So we’re poring over the court documents Unfair Park posted Monday about Episcopal School of Dallas teacher Nathan Campbell’s alleged affair with a student. And for all its tragic elements, the story contains some amusing legal-speak.
My favorite note so far regards ESD’s claim of charitable immunity, which would allow it to cap damages at $500,000. Here, the plaintiff-family’s attorney compares a soup kitchen to the menu at the school’s $30 million wellness center (a building we’ve certainly crowed about on our sister site):
The contrast between a bona fide charity and what ESD does is stark. A classic example of a bona fide charity is a soup kitchen or food pantry that relies upon volunteers and raises money to perform the charitable function of feeding the poor of Dallas. Contrast that bona fide charity with ESD that raises and spends over $30 million to build a “Wellness” Center named after its Headmaster — not an essential and needed service for the use of the citizens of ‘Texas and local communities” — so that privileged students can eat in a fancy dining hall, select from a multitude of “organic” and “locally sourced” dining options, and decide whether on … Thursday they would like to eat for lunch “Pan-Roasted Pork Loin w/ Chasseur Sauce,” “Chicken Florentine w/Suprême Sauce,” or “Grilled Asparagus w/ Sauce Moutarde” from among the multitude of selections created by ESD’s Registered Dietitians.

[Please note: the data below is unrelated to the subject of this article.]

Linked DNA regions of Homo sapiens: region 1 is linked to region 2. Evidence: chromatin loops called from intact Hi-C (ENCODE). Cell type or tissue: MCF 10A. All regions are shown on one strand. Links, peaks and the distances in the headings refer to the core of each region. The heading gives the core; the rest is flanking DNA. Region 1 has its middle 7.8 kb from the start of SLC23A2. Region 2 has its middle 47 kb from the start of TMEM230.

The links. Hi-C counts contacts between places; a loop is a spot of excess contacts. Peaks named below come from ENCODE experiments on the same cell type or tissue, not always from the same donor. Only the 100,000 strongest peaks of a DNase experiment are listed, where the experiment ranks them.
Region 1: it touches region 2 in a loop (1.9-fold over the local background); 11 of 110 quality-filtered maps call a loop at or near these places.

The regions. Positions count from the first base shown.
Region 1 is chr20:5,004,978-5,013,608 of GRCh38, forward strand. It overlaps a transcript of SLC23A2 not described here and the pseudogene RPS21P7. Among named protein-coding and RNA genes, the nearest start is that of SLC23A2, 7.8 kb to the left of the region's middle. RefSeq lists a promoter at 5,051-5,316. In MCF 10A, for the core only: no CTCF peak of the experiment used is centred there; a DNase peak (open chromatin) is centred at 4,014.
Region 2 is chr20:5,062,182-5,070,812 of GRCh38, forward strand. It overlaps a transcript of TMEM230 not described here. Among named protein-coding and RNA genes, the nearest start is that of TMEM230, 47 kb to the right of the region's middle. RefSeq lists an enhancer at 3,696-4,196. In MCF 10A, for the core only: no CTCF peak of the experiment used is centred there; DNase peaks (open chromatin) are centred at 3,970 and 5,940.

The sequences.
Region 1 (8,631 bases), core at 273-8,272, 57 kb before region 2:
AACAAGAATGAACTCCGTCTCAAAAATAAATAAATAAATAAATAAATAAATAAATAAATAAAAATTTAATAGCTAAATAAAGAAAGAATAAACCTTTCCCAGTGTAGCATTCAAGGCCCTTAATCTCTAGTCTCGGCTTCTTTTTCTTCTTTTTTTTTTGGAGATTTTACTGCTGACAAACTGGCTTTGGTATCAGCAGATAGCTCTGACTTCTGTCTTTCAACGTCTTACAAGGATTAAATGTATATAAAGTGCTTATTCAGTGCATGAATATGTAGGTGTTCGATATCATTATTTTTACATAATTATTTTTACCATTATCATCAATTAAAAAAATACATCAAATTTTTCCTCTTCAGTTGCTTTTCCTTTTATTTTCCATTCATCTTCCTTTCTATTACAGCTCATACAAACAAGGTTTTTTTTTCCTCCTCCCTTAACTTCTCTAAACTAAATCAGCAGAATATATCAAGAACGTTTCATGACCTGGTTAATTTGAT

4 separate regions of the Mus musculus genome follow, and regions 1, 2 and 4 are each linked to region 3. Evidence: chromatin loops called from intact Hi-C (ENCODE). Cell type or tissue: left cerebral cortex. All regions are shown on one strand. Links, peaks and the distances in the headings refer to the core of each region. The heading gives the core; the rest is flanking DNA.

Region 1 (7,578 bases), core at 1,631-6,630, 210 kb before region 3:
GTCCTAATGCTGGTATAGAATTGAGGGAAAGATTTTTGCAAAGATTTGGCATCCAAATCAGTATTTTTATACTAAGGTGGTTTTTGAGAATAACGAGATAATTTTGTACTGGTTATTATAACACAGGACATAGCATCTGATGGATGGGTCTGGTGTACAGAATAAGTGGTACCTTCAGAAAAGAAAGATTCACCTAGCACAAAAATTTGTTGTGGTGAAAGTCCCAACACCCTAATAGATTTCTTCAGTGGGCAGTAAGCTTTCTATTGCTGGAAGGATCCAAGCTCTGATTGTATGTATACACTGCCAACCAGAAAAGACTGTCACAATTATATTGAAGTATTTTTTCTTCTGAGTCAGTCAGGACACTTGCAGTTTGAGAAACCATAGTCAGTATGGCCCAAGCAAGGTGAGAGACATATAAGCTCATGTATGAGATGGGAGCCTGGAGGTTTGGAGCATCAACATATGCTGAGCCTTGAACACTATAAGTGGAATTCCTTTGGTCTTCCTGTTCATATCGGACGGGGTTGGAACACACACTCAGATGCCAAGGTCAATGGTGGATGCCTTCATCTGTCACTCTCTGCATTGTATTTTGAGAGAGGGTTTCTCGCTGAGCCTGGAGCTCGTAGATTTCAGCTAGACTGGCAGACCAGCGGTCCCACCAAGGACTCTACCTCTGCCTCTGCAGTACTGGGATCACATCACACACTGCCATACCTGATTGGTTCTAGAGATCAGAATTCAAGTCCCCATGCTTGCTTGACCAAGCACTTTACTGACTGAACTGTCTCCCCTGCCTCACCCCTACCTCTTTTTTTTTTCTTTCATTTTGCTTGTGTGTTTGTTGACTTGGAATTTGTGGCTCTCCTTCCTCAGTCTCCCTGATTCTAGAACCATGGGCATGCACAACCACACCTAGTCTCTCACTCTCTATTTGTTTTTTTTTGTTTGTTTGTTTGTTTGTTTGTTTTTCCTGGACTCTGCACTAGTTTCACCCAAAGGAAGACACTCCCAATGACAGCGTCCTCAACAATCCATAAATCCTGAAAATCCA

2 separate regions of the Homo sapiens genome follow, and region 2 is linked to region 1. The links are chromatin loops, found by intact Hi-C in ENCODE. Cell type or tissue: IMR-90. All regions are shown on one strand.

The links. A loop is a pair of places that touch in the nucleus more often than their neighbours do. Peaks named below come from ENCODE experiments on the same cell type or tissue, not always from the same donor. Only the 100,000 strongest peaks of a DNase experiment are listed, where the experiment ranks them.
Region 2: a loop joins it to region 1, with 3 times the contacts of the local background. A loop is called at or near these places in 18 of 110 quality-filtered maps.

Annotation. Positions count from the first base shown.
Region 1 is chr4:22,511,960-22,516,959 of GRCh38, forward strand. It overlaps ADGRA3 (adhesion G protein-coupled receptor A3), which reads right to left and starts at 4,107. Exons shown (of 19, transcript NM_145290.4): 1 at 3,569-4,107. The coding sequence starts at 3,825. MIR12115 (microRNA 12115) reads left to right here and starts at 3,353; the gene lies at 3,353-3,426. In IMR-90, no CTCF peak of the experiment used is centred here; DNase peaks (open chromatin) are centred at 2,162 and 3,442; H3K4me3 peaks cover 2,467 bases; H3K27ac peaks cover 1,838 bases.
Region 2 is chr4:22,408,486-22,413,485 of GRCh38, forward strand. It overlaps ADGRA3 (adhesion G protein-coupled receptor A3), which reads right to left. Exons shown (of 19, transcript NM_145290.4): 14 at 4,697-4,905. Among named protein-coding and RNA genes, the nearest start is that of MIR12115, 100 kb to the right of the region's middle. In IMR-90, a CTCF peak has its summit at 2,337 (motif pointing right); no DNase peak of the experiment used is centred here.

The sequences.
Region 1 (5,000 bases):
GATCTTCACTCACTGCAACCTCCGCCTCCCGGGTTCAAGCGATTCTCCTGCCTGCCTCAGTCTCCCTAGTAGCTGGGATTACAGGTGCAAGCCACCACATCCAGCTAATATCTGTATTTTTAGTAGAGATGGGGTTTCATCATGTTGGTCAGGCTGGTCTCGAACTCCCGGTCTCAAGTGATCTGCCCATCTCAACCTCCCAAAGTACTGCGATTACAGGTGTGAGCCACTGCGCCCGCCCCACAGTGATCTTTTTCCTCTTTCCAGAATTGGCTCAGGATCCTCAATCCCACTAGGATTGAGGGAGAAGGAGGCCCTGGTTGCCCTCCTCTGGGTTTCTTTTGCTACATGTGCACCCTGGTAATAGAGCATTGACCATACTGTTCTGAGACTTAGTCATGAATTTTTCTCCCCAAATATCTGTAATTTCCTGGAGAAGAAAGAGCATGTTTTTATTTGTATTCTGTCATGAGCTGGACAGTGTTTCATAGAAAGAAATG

The menu itself becomes an exhibit later. And you can see all that and more in the 200+ pages of documents that’re now online.
Want to cut to the chase? Pick up Friday’s issue of Park Cities People. In the meantime, here’s a refresher from last May.